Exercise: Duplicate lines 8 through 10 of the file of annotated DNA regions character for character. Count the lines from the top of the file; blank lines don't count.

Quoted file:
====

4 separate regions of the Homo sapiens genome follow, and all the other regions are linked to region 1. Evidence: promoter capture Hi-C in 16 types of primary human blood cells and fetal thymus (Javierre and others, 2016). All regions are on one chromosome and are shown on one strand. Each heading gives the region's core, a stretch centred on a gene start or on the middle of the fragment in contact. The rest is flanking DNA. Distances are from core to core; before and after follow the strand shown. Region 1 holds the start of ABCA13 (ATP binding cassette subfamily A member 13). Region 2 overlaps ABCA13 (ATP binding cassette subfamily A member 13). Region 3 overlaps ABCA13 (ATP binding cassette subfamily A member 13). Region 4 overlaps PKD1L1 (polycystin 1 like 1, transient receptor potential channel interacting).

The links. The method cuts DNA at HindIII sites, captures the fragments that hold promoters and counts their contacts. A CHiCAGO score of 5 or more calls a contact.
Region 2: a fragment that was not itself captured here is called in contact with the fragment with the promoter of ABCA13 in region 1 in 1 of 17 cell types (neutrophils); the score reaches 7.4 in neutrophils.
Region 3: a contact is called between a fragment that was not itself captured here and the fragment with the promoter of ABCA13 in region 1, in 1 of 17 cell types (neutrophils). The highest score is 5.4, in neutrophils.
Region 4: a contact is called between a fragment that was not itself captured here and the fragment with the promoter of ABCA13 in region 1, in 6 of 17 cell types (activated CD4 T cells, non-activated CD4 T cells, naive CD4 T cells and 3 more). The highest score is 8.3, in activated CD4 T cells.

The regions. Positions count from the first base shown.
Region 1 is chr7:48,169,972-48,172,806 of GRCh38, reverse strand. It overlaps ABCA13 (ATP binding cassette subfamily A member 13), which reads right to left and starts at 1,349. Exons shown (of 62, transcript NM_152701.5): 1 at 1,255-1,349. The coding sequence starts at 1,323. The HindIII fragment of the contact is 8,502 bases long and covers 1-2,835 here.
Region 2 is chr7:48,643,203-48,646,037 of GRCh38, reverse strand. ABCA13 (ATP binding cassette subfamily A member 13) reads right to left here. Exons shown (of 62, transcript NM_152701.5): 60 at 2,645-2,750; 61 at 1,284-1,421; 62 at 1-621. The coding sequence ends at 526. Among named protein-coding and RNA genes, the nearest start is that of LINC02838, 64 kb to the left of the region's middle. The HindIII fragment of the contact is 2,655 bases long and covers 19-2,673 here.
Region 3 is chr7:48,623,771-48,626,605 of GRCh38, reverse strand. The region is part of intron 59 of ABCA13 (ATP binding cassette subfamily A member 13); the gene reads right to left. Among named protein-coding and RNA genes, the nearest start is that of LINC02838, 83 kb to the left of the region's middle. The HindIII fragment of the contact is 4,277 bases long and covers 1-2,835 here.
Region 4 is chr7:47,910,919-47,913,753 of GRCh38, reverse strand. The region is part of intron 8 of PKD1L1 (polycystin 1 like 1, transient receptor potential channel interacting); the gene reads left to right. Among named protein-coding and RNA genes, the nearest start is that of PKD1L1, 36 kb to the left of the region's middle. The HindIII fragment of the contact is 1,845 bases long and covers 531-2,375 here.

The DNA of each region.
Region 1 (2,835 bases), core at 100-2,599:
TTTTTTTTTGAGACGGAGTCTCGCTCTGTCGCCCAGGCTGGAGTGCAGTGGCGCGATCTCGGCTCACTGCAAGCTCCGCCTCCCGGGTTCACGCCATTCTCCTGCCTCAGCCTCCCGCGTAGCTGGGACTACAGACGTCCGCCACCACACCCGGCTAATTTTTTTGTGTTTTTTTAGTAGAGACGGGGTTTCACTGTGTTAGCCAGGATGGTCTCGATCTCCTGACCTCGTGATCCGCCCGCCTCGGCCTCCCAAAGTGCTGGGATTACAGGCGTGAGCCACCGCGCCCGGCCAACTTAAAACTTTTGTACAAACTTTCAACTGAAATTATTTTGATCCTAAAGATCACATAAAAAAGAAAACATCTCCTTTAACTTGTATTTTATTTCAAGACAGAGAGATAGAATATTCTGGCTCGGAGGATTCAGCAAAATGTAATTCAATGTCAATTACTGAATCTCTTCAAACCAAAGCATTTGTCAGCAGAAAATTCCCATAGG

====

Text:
Region 2 is chr7:48,643,203-48,646,037 of GRCh38, reverse strand. ABCA13 (ATP binding cassette subfamily A member 13) reads right to left here. Exons shown (of 62, transcript NM_152701.5): 60 at 2,645-2,750; 61 at 1,284-1,421; 62 at 1-621. The coding sequence ends at 526. Among named protein-coding and RNA genes, the nearest start is that of LINC02838, 64 kb to the left of the region's middle. The HindIII fragment of the contact is 2,655 bases long and covers 19-2,673 here.
Region 3 is chr7:48,623,771-48,626,605 of GRCh38, reverse strand. The region is part of intron 59 of ABCA13 (ATP binding cassette subfamily A member 13); the gene reads right to left. Among named protein-coding and RNA genes, the nearest start is that of LINC02838, 83 kb to the left of the region's middle. The HindIII fragment of the contact is 4,277 bases long and covers 1-2,835 here.
Region 4 is chr7:47,910,919-47,913,753 of GRCh38, reverse strand. The region is part of intron 8 of PKD1L1 (polycystin 1 like 1, transient receptor potential channel interacting); the gene reads left to right. Among named protein-coding and RNA genes, the nearest start is that of PKD1L1, 36 kb to the left of the region's middle. The HindIII fragment of the contact is 1,845 bases long and covers 531-2,375 here.